J. K. Rowling - Harry Potter and the Order of the Phoenix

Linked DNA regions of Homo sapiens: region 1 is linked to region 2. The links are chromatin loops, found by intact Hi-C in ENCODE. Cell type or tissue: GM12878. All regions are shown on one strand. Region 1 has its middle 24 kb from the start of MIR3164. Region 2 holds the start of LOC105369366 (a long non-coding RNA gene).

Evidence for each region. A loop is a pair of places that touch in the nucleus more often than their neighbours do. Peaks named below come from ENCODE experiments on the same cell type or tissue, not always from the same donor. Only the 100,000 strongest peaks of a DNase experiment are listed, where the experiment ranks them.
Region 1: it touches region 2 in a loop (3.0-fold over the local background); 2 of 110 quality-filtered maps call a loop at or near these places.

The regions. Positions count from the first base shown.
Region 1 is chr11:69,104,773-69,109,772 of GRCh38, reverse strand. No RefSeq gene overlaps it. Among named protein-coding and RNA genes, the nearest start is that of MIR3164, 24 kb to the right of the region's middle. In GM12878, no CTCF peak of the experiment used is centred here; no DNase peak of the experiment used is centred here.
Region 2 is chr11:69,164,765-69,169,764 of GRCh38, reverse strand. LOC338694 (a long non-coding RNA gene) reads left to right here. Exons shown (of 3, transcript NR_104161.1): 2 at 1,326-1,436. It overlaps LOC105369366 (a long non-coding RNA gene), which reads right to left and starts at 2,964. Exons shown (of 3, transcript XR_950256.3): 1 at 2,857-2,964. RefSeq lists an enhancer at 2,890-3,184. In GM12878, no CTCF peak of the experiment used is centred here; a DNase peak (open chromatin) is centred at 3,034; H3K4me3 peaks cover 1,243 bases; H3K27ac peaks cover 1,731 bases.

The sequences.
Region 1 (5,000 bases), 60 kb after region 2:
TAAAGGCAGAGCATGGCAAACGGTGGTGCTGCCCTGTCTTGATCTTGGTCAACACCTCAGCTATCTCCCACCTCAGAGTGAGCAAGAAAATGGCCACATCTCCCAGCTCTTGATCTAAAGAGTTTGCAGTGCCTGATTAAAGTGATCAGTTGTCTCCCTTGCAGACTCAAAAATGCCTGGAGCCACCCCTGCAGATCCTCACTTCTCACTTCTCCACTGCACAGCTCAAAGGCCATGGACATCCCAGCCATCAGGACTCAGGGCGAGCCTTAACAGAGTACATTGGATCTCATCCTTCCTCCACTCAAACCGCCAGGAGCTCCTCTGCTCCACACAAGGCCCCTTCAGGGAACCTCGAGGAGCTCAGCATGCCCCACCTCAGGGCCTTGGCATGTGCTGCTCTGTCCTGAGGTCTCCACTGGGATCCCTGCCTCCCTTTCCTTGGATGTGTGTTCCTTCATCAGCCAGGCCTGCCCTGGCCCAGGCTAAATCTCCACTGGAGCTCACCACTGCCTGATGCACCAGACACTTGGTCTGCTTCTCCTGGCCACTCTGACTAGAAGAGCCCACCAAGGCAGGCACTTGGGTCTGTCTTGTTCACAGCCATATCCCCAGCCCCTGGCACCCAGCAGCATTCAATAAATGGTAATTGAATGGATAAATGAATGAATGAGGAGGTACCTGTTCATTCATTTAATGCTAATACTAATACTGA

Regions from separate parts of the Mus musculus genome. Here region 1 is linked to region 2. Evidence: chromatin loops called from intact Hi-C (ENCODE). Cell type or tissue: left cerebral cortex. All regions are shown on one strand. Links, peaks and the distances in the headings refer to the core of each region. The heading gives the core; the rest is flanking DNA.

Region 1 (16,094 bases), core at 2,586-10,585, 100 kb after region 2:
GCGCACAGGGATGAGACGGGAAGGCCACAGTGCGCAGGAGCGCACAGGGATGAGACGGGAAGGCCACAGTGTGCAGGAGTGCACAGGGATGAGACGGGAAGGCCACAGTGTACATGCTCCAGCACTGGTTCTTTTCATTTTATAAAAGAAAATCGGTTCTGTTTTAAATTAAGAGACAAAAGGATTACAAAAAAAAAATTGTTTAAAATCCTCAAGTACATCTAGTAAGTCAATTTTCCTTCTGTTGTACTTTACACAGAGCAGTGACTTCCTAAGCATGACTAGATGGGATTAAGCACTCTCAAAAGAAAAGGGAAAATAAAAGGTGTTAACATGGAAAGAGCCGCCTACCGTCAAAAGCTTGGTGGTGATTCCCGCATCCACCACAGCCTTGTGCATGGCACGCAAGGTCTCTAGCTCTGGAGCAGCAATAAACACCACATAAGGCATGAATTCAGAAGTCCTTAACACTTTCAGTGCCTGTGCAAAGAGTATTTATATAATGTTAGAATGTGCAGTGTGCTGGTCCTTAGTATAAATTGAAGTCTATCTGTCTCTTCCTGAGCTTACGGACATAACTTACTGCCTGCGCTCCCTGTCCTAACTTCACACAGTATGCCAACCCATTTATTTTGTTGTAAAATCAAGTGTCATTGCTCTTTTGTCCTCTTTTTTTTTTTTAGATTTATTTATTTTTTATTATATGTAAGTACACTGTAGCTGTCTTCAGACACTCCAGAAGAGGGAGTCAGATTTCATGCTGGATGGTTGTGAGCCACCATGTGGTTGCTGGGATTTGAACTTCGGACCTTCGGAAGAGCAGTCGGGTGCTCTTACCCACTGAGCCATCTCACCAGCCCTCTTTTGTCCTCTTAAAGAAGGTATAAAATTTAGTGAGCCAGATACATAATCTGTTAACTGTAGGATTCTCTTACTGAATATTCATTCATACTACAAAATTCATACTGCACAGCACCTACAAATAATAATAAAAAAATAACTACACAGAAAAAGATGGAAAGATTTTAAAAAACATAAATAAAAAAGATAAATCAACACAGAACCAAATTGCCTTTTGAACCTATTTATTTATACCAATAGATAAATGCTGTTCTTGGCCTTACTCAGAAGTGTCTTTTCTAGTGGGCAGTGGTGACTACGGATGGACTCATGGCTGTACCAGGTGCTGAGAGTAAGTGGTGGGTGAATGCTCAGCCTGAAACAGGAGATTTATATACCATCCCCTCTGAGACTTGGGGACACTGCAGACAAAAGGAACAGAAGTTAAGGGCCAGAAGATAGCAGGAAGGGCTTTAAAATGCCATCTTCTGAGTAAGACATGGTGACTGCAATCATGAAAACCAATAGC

There is a door at the end of a silent corridor. And it's haunting Harry Potter's dreams. Why else would he be waking in the middle of the night, screaming in terror? Here are just a few things on Harry's mind: - A Defense Against the Dark Arts teacher with a personality like poisoned honey. - A venomous, disgruntled house-elf - Ron as keeper of the Gryffindor Quidditch team - The looming terror of the end-of-term Ordinary Wizarding Level exams . . . and of course, the growing threat of He-Who-Must-Not-Be-Named. In the richest installment yet of J. K. Rowling's seven-part story, Harry Potter is faced with the unreliability of the very government of the magical world and the impotence of the authorities at Hogwarts. Despite this (or perhaps because of it), he finds depth and strength in his friends, beyond what even he knew, boundless loyalty; and unbearable sacrifice. Though thick runs the plot, listeners will race through these tapes and leave Hogwarts, like Harry, wishing only for the next train back.